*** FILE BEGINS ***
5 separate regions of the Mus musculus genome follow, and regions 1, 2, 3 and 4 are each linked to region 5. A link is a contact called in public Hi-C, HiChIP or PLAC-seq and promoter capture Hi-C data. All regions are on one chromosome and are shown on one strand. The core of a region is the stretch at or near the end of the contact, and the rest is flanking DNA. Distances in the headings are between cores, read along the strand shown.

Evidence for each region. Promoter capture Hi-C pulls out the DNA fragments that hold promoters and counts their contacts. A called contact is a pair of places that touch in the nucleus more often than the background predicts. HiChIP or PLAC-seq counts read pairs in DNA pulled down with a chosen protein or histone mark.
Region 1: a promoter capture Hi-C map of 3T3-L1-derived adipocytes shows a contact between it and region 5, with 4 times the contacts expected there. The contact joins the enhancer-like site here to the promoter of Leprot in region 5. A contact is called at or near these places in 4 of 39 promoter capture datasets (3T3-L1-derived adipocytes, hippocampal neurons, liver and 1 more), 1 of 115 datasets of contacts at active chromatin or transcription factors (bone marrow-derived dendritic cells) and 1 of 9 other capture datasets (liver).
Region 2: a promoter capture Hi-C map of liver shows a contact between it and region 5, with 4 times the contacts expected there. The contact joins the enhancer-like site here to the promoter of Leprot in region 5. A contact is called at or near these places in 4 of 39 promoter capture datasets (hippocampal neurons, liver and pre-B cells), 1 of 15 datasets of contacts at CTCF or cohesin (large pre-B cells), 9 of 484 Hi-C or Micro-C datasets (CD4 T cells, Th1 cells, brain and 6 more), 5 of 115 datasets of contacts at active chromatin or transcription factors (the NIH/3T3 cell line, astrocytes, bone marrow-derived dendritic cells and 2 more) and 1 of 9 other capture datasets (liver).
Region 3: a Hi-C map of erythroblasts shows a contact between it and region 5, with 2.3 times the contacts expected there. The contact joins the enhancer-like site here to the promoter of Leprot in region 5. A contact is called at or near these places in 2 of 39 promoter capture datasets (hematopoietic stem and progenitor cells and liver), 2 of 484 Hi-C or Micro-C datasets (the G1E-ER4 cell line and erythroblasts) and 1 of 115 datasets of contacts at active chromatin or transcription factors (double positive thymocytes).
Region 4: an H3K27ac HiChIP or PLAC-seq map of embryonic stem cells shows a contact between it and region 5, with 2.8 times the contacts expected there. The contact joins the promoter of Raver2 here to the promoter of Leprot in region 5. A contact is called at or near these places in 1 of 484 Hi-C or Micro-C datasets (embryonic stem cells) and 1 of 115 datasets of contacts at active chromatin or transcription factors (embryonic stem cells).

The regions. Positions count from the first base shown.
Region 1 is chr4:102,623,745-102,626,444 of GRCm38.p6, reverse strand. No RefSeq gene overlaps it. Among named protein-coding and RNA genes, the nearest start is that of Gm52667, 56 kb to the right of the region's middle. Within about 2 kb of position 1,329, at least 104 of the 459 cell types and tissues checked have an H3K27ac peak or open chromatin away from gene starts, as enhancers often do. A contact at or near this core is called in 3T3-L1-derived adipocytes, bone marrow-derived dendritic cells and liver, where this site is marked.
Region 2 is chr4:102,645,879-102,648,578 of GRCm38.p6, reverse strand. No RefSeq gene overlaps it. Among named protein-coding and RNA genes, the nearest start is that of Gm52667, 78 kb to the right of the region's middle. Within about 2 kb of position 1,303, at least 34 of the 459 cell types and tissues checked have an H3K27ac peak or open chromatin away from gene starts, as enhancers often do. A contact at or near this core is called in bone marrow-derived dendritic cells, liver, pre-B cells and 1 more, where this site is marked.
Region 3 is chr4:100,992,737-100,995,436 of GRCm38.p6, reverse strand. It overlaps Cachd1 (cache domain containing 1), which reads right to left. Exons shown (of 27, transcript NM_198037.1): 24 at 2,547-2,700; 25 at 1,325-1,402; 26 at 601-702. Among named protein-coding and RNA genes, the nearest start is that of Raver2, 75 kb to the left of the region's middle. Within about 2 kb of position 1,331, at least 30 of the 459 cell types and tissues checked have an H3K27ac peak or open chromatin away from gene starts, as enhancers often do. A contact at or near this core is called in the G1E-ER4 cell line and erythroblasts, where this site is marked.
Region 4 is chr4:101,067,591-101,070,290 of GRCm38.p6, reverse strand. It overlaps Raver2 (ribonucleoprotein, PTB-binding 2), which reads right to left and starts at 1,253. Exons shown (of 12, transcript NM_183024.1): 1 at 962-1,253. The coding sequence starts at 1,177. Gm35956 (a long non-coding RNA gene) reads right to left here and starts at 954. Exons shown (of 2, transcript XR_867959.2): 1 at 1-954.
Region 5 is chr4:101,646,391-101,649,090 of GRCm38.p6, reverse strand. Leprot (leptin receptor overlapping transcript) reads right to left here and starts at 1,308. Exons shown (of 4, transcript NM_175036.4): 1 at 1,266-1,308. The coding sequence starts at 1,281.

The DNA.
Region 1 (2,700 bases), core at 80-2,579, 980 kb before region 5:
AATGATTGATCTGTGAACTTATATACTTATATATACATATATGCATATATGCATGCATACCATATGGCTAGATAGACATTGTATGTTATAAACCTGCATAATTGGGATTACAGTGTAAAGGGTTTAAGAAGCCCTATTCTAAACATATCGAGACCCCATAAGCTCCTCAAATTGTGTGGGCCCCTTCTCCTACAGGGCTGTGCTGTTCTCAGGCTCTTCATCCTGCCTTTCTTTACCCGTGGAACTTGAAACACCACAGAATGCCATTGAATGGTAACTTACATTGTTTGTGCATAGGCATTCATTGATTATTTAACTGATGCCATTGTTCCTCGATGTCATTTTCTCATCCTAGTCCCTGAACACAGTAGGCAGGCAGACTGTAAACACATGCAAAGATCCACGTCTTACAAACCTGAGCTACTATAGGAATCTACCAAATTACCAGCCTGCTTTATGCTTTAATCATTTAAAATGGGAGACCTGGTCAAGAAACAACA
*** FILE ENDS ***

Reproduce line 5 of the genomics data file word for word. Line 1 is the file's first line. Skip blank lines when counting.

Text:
Region 3: a Hi-C map of erythroblasts shows a contact between it and region 5, with 2.3 times the contacts expected there. The contact joins the enhancer-like site here to the promoter of Leprot in region 5. A contact is called at or near these places in 2 of 39 promoter capture datasets (hematopoietic stem and progenitor cells and liver), 2 of 484 Hi-C or Micro-C datasets (the G1E-ER4 cell line and erythroblasts) and 1 of 115 datasets of contacts at active chromatin or transcription factors (double positive thymocytes).